About the Artist ~ Jamie House
Jamie House, our collaborator for Saturna, is a multimedia artist based in Leeds, UK. At once a graphic designer, visual artist, radio host, and DJ, Jamie is a multi-hyphenate creative who experiments across multiple mediums.
With an esoteric perspective and tongue-in-cheek view of the art world, Jamie's work explores transpersonal theory and the subconscious.
Part of the Endless Studio collective, Jamie and his cohorts are heavily involved in the music industry, designing and producing music videos, album covers, and logos for artists such as Guy Sigworth and Ross From Friends.
Endless Studio is based in Hope Foundry, the headquarters for charity MAP, where they operate their studio while contributing as educators for the charity. MAP, raising funds through its fantastically fun Cosmic Slop events, educates young people who don't have access to the mainstream school system in the creative arts.
Blue Nude: When did your artistic journey begin - how did you discover your love of the arts?
Jamie House: I discovered my love of the arts by being alive! The two are inseparable, it's one of the many things that make us human.
BN: Who are your favourite artists?
JH: My favourite artists fluctuate like all good things, but some people I hold close to my heart are Joan Miró (his use of a consistent symbolic language and his interpretations of mysticism), Dima Rabik (for his use of art as mediation and alchemical process), and William Blake for his insightful interpretations of life and death through both poetry and visual art. A photo of Pamela Coleman Smith watches over me as I work; she is the artist behind the rider-waite tarot deck and her art and her approach to life inspire me equally. I find it hard to separate all the types of art, so it would also be worth mentioning Ursula K. Le Guin for her unique ability to present issues of a higher nature through gripping and relatable prose, and Beverly Glenn Copeland for her hauntingly beautiful music, again bringing a glimpse of the unseen into the physical realm. I also love every single person throughout history who has ever written something funny or inspiring on a wall which they weren't supposed to be decorating.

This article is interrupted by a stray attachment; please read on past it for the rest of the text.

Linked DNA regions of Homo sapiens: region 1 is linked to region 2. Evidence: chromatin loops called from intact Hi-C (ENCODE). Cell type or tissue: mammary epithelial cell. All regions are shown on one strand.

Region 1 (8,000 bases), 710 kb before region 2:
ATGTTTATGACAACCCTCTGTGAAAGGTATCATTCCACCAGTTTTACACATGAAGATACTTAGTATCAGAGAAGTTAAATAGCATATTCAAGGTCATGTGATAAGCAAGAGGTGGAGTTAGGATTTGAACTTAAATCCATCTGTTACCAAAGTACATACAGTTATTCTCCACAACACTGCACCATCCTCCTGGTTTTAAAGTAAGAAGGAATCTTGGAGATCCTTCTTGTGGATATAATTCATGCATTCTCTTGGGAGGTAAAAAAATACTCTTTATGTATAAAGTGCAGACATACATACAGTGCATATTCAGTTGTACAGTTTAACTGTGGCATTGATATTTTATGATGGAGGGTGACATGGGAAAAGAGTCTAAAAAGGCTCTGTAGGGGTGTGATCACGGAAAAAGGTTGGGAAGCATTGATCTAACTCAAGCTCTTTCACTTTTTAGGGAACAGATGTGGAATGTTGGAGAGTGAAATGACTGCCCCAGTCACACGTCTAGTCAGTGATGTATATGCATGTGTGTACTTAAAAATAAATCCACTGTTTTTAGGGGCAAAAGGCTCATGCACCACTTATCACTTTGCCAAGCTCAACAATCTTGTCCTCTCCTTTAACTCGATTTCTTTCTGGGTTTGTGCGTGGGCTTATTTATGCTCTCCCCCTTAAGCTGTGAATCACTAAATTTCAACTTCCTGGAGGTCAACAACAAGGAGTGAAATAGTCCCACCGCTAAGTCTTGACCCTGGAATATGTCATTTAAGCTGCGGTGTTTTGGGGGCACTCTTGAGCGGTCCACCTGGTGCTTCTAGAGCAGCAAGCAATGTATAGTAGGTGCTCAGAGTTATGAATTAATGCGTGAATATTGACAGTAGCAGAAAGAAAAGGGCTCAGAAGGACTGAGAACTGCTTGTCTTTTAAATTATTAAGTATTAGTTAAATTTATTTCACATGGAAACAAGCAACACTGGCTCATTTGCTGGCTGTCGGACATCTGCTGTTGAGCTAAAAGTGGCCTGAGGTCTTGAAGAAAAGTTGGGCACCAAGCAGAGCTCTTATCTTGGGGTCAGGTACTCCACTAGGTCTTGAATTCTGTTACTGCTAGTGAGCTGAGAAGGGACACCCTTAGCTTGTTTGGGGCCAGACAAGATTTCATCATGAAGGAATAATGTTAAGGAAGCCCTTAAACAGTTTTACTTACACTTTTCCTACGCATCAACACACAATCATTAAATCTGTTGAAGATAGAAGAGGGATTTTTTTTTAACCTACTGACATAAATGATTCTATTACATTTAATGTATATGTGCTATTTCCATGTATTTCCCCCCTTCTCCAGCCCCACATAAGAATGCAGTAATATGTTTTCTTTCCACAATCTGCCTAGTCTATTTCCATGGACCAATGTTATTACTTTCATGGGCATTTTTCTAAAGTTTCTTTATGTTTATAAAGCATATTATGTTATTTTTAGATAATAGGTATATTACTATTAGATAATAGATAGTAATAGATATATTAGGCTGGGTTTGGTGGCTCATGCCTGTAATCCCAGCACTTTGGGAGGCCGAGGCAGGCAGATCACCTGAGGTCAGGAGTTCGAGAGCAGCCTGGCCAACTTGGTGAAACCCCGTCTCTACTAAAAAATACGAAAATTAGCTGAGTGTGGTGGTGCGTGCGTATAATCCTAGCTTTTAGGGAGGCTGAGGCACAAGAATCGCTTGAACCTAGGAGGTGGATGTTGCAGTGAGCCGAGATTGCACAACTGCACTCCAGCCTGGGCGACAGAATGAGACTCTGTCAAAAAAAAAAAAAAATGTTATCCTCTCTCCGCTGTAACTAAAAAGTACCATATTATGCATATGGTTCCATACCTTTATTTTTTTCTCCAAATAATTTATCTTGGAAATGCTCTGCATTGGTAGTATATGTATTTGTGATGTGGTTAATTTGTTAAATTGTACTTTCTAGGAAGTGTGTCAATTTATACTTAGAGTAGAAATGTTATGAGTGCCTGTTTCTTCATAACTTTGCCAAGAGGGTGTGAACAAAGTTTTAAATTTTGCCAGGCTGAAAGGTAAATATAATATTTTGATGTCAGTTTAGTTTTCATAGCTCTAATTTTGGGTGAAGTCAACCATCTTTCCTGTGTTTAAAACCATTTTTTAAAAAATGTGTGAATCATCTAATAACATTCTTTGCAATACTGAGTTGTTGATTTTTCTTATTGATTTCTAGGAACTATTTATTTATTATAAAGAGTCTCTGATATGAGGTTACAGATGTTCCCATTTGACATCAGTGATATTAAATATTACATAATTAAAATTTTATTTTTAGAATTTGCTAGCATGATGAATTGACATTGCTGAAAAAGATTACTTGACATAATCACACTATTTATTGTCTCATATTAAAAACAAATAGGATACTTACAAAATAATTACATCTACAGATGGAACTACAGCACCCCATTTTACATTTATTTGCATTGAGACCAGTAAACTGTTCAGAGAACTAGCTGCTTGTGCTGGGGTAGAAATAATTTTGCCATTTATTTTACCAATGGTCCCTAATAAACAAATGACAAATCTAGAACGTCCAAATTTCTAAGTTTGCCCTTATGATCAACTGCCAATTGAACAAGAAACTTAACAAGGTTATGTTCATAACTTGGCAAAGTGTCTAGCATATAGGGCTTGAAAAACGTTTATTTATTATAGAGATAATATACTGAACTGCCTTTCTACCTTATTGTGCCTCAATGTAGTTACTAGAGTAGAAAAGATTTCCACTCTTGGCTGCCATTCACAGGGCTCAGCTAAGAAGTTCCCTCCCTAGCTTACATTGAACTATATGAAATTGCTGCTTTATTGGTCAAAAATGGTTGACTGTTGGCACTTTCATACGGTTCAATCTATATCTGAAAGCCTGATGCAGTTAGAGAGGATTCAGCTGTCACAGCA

BN: What themes do you like to explore with your art?
JH: My art for a while now has all revolved around trying to translate ungraspable unspeakable concepts into relatable approachable manifestations, using any means necessary: paint, ink, projection, duct tape, pizza, fake adverts, conversations, whatever. I am fascinated by global spiritual history and the nodes in which our cacophony of interpretations of the mystical meet. I don't really understand how it all works, so making art and being present helps me to connect the dots. I see myself as a transpersonal artist.
BN: What is your favourite colour?
JH: My favourite colours are white and black, as depending on whether it is light or print based, each one contains all of the information of all the other colours, separated neatly into dualistic opposites. For me nothing beats seeing light naturally diffracted into a spectrum. That's a mega pretentious answer though, so if i actually had to choose one then I love blue.
BN: How does music play a role in your art? What are you currently listening to?